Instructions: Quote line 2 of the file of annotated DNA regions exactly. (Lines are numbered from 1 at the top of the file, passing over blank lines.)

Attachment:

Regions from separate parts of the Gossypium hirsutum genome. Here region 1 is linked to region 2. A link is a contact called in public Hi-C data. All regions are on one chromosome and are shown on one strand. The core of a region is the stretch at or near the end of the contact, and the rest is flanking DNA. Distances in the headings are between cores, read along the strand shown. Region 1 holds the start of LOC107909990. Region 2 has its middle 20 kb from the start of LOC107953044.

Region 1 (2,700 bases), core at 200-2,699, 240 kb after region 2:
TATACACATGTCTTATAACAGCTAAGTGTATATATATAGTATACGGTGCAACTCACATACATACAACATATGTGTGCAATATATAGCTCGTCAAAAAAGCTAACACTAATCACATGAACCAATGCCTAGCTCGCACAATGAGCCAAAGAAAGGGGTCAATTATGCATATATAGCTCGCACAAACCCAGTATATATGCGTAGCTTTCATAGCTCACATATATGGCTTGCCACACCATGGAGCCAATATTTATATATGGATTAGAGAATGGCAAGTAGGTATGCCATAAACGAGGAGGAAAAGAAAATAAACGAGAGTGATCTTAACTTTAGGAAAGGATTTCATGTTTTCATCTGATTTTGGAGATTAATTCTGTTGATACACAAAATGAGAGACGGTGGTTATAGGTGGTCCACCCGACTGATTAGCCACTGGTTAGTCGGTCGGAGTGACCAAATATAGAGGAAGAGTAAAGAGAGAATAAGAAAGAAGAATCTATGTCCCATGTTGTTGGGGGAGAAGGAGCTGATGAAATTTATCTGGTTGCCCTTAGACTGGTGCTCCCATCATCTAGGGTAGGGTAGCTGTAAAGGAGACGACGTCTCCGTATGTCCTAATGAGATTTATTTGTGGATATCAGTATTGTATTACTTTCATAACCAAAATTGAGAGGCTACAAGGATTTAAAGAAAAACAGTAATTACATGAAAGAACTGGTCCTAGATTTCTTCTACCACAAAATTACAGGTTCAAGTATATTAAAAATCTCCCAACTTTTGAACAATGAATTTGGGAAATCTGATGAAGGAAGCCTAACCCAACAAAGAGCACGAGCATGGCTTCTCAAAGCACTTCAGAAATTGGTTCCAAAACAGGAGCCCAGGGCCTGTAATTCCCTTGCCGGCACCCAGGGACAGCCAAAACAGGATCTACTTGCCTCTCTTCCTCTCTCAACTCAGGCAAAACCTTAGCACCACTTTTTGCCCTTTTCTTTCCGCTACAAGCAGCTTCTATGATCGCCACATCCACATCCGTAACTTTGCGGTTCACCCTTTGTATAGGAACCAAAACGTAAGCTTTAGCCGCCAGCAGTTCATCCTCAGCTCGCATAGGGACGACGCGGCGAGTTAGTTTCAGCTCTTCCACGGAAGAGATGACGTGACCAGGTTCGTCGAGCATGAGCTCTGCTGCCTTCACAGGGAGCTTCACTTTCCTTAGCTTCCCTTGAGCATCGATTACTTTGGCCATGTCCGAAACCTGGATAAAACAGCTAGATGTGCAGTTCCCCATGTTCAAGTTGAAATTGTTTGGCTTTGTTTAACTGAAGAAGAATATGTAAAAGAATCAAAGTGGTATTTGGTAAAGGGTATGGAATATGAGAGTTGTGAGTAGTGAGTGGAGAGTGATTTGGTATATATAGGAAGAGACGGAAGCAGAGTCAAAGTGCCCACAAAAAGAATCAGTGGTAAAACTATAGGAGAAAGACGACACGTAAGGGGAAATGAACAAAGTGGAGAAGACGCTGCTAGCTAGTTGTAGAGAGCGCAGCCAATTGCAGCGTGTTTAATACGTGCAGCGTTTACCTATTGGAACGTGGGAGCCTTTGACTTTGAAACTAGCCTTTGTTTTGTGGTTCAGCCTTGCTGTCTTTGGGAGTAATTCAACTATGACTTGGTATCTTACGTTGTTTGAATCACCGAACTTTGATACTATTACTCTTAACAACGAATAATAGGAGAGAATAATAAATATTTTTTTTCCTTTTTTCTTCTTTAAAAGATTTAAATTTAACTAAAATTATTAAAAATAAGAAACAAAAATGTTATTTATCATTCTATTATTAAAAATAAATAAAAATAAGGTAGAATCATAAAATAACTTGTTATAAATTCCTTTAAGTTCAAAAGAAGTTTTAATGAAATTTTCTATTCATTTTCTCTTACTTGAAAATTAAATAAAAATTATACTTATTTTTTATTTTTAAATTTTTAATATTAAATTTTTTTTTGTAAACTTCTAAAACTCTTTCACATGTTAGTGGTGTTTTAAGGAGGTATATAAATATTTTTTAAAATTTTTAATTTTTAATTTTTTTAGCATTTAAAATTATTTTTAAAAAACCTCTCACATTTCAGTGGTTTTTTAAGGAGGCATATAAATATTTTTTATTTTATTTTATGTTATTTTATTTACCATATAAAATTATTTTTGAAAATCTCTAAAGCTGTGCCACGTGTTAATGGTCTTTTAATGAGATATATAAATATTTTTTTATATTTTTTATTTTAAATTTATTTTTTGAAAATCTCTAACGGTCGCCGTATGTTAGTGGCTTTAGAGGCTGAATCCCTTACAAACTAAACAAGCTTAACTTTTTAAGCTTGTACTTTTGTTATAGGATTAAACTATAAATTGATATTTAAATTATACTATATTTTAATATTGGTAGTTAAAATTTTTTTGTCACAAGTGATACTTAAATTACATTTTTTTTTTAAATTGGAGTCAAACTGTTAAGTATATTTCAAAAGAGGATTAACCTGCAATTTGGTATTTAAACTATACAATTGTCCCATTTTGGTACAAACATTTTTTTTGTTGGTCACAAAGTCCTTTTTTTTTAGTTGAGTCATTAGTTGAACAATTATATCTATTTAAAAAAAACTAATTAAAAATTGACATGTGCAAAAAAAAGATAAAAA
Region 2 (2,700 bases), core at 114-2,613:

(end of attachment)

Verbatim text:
Region 1 (2,700 bases), core at 200-2,699, 240 kb after region 2: